"Songwriting and the Creative Process"
An Internet Tutorial

Lesson 6. The "Nashville" Chord Number System


Nashville is famous for the high standard of its studio musicians. Players from all over the country migrate to Tennessee and strive to become studio sidemen. Competition is fierce and only a handful of the best musicians are thought of as the "A" team.

Still, although Nashville has its own brand of virtuosity it's not based on the same skills that are found in the great orchestras of the world. Chet Atkins who has been one of the most successful producers and record company executives in all of country music is often quoted as saying about his musicians that..."Sure they can read music, but not enough to hurt their playing."

It's true that most of the time in the studios of Nashville the players are not using sheet music per se. Instead they use what are known as "Nashville" chord charts. Before the recording begins, the players will listen usually just once through the song either on tape or sung live. Each musician will make a simple chart listing the chords and with other markings to help him to play the song.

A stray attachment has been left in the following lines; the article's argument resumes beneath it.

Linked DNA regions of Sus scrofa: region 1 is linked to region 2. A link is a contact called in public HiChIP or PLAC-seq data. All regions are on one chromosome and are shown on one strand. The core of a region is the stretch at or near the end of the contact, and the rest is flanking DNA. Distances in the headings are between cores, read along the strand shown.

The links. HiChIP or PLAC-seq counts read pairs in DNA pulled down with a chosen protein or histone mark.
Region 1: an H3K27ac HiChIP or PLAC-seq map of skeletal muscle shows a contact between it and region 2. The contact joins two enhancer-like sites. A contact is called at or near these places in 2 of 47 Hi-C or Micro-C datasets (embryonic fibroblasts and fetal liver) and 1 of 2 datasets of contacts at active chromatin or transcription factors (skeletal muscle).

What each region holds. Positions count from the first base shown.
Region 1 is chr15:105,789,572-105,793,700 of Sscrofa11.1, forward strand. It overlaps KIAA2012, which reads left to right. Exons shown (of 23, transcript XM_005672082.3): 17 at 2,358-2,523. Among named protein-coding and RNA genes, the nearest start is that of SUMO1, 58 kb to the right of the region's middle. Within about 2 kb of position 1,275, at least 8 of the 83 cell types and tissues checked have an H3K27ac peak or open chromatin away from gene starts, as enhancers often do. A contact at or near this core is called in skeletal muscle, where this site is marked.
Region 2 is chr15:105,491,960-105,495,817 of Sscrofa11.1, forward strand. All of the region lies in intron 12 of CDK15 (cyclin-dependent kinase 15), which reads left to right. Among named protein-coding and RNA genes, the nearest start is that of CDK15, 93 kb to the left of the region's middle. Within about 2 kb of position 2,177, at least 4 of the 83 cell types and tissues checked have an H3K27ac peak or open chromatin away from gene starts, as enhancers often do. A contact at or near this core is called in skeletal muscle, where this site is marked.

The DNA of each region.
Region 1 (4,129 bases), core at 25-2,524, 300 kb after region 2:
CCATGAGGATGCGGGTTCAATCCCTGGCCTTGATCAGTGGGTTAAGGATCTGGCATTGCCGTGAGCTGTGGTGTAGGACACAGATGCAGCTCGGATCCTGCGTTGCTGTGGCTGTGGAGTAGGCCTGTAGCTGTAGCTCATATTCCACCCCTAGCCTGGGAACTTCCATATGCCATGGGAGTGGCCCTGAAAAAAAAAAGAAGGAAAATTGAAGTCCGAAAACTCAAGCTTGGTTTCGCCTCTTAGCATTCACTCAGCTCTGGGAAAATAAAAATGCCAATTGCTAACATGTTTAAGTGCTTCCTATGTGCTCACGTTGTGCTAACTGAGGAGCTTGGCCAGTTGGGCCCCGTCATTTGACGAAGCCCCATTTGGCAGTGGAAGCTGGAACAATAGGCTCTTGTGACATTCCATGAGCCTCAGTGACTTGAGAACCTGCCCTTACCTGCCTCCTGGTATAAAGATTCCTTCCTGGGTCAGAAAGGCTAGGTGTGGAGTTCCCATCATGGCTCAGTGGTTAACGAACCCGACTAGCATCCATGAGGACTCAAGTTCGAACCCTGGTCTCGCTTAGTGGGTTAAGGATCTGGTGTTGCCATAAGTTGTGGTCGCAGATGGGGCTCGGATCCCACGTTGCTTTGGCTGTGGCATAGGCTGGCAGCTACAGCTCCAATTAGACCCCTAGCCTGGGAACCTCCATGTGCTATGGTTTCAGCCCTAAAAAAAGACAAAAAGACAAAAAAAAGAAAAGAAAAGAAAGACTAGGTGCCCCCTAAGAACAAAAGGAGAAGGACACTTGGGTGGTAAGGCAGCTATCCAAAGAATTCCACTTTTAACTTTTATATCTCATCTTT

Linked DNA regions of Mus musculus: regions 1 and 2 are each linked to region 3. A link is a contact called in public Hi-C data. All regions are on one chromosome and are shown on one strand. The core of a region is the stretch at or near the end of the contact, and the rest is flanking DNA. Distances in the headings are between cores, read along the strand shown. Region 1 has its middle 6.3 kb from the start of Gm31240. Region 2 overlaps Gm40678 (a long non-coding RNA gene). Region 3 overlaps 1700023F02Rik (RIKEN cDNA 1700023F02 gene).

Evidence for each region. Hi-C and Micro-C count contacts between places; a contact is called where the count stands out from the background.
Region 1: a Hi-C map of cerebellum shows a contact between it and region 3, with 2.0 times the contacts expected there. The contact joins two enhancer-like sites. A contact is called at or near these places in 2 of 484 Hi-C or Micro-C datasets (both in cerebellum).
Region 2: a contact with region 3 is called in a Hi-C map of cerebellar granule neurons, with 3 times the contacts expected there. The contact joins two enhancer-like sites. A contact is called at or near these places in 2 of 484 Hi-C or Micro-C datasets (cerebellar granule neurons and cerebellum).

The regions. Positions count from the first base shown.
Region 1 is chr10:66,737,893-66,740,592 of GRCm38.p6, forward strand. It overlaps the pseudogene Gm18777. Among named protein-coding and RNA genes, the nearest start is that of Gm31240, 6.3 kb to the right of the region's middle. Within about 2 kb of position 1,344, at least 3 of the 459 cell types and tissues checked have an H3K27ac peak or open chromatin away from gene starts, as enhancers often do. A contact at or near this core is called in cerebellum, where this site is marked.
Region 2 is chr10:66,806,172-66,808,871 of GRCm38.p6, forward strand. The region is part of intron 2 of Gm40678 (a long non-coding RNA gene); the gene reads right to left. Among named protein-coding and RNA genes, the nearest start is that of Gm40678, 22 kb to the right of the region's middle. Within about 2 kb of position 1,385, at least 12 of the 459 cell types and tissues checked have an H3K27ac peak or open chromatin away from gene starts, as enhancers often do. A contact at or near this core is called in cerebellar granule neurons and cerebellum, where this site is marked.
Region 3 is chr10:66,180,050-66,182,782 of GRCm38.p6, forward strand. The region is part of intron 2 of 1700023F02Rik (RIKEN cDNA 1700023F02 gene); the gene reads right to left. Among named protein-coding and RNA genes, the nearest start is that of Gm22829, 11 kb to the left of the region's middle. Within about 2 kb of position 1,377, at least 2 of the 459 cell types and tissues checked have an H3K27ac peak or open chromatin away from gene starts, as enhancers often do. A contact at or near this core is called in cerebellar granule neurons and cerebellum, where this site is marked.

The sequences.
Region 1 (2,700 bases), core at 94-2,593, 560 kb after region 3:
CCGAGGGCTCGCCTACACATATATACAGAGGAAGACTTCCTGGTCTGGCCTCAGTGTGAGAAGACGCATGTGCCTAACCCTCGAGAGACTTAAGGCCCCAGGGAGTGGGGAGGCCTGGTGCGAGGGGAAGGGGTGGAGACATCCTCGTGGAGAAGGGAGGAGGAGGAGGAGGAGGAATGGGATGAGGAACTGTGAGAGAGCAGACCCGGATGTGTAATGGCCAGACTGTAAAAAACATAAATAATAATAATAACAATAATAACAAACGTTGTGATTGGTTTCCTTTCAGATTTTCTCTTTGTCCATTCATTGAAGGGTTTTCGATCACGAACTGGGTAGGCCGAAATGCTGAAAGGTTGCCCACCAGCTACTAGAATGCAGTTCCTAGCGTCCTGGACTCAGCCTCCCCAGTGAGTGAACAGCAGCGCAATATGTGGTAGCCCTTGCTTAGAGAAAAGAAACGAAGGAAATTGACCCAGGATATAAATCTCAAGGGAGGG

The chords will be designated by simple numbers, sometimes Roman numerals but usually just regular numbers 1, 4, 5, 3, 6, etc. And where a chord has a different note in the base or the inversion needs to be noted, this will be shown by making a slash/ with the bass note written as a scale degree, such as 4/3 or 5/5.

A suspension will be designated with "sus", or just an "s" Any other information such as coda, first and second endings, intro, outro, crescendo, decrescendo, and so forth is written down in a system of arrows, and lines sometimes only decipherable to the musician who wrote it.

These charts are amazingly infallible. An added advantage is that if the producer or the singer should decide at the last minute to raise or lower the key, the same chart works without any amendments since the chords are all designated in their relative position in the scale and those positions remain true no matter what the key.

This method of shorthand is ideal for the songwriter. It is only when the song is finished that a proper lead sheet needs to be made for purposes of showing the song and for copyright.

This course is based on materials from the book, "Songwriting and the Creative Process" by Steve Gillette. Published by Sing Out! Press. Used by permission.

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